Designer QR Codes
An important part of what I do is introducing new technologies to our audiences. So in 2008, I added QR codes to the Big Weekend mobile offering. QR codes are two-dimensional barcodes that can take you directly to a website - the barcode is decoded by taking a photo with specific software on your mobile .
This year, we added a design element to the QR codes. There is a small percentage for error permitted within each code, this allows us to add a design element without interfering with the coded message. The idea was to produce individual codes incorporating images of headliners such as Lily Allen and Dizzee Rascal. 'Get Lily on your mobile' posters were spread around the site with instructions on how to use the technology. I'm not sure if it's the true geek inside of me, but I find them fascinating and adding the design element opened them up to non-geeks who wanted to find out more.
A key target for the 2009 Big Weekend was to make Radio 1 content shareable. Our three-pronged mobile strategy not only served this purpose but added an extra fun element to the weekend. It also gave us a mobile package well worth marketing via radio and TV trails.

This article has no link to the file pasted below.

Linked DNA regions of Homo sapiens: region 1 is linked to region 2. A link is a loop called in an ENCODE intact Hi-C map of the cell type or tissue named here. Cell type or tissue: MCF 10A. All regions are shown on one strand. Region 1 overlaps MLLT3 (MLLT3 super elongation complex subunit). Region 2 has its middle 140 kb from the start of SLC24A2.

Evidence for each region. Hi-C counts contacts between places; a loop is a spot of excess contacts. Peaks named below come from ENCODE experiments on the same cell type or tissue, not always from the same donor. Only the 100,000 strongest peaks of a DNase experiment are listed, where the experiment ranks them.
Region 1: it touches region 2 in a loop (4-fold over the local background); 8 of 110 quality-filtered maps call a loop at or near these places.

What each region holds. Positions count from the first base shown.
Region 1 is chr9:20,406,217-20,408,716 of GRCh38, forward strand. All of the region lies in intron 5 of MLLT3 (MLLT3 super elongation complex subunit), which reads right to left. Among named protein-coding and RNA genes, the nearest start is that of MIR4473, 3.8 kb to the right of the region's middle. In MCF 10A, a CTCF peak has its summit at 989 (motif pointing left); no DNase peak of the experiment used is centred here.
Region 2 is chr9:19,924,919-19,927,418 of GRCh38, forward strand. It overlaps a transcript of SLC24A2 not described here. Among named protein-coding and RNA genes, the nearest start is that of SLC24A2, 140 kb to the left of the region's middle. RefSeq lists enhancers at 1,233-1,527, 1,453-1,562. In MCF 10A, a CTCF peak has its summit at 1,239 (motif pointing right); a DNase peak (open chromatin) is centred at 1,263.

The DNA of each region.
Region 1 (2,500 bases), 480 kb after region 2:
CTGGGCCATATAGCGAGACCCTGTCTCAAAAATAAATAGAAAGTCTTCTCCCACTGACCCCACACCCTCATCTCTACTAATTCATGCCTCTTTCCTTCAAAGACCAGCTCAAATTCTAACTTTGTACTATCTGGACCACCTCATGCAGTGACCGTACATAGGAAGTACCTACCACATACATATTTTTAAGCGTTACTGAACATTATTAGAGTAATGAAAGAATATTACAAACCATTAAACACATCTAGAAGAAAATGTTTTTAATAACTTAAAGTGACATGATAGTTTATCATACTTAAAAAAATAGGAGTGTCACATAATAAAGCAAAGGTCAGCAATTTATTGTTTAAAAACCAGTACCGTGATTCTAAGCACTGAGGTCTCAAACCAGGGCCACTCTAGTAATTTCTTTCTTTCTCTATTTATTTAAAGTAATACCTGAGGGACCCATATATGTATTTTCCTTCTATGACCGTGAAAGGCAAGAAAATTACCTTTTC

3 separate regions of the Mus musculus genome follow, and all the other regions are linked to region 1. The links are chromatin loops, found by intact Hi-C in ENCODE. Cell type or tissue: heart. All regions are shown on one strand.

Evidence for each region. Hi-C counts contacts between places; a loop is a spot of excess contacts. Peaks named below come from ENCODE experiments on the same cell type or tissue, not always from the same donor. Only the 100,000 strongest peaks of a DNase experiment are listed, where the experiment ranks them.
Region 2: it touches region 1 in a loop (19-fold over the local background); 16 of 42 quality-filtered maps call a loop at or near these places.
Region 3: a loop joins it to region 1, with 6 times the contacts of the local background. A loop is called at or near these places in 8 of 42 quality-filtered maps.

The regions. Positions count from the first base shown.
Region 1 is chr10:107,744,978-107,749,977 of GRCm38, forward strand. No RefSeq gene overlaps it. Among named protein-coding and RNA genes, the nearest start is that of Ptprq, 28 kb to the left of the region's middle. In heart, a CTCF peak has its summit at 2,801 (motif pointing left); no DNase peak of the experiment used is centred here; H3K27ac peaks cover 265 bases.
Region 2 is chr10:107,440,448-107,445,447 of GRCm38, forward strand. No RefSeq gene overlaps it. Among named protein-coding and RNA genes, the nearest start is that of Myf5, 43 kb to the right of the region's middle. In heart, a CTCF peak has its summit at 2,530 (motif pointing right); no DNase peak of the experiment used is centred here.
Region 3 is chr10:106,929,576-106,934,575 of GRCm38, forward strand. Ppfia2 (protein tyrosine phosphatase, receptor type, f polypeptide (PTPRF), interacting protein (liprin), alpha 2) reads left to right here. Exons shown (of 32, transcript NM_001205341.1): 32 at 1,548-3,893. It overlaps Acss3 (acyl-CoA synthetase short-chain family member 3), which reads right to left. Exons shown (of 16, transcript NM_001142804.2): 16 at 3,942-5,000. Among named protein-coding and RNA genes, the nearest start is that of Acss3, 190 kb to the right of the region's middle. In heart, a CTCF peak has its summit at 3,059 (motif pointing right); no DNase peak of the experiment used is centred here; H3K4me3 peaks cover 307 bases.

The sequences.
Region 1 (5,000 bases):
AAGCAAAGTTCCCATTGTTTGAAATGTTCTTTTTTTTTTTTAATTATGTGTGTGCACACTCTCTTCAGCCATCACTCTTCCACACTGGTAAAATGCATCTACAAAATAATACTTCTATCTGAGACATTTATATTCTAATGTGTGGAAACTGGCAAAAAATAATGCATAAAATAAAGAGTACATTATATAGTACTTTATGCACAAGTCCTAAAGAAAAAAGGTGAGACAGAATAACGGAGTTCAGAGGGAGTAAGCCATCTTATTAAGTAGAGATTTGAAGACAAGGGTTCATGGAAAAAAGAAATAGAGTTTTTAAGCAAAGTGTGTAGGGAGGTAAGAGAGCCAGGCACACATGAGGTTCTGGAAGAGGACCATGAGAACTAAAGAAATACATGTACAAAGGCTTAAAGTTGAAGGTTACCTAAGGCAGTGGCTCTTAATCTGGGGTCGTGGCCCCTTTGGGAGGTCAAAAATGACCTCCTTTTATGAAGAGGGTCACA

The mobile site benefited hugely from this strategy. We saw a 361% increase in UK page impressions to the mobile site on the previous year's festival. More videos were watched on mobile than at any previous music event. The SMS Club had nearly 4000 members helping to push audiences to content across all platforms - that's the most of any SMS Club we've ever run. Over 800 videos, audio clips and wallpapers were distributed via the Bluetooth Loo that we hope will have been passed on by the user again and again and again.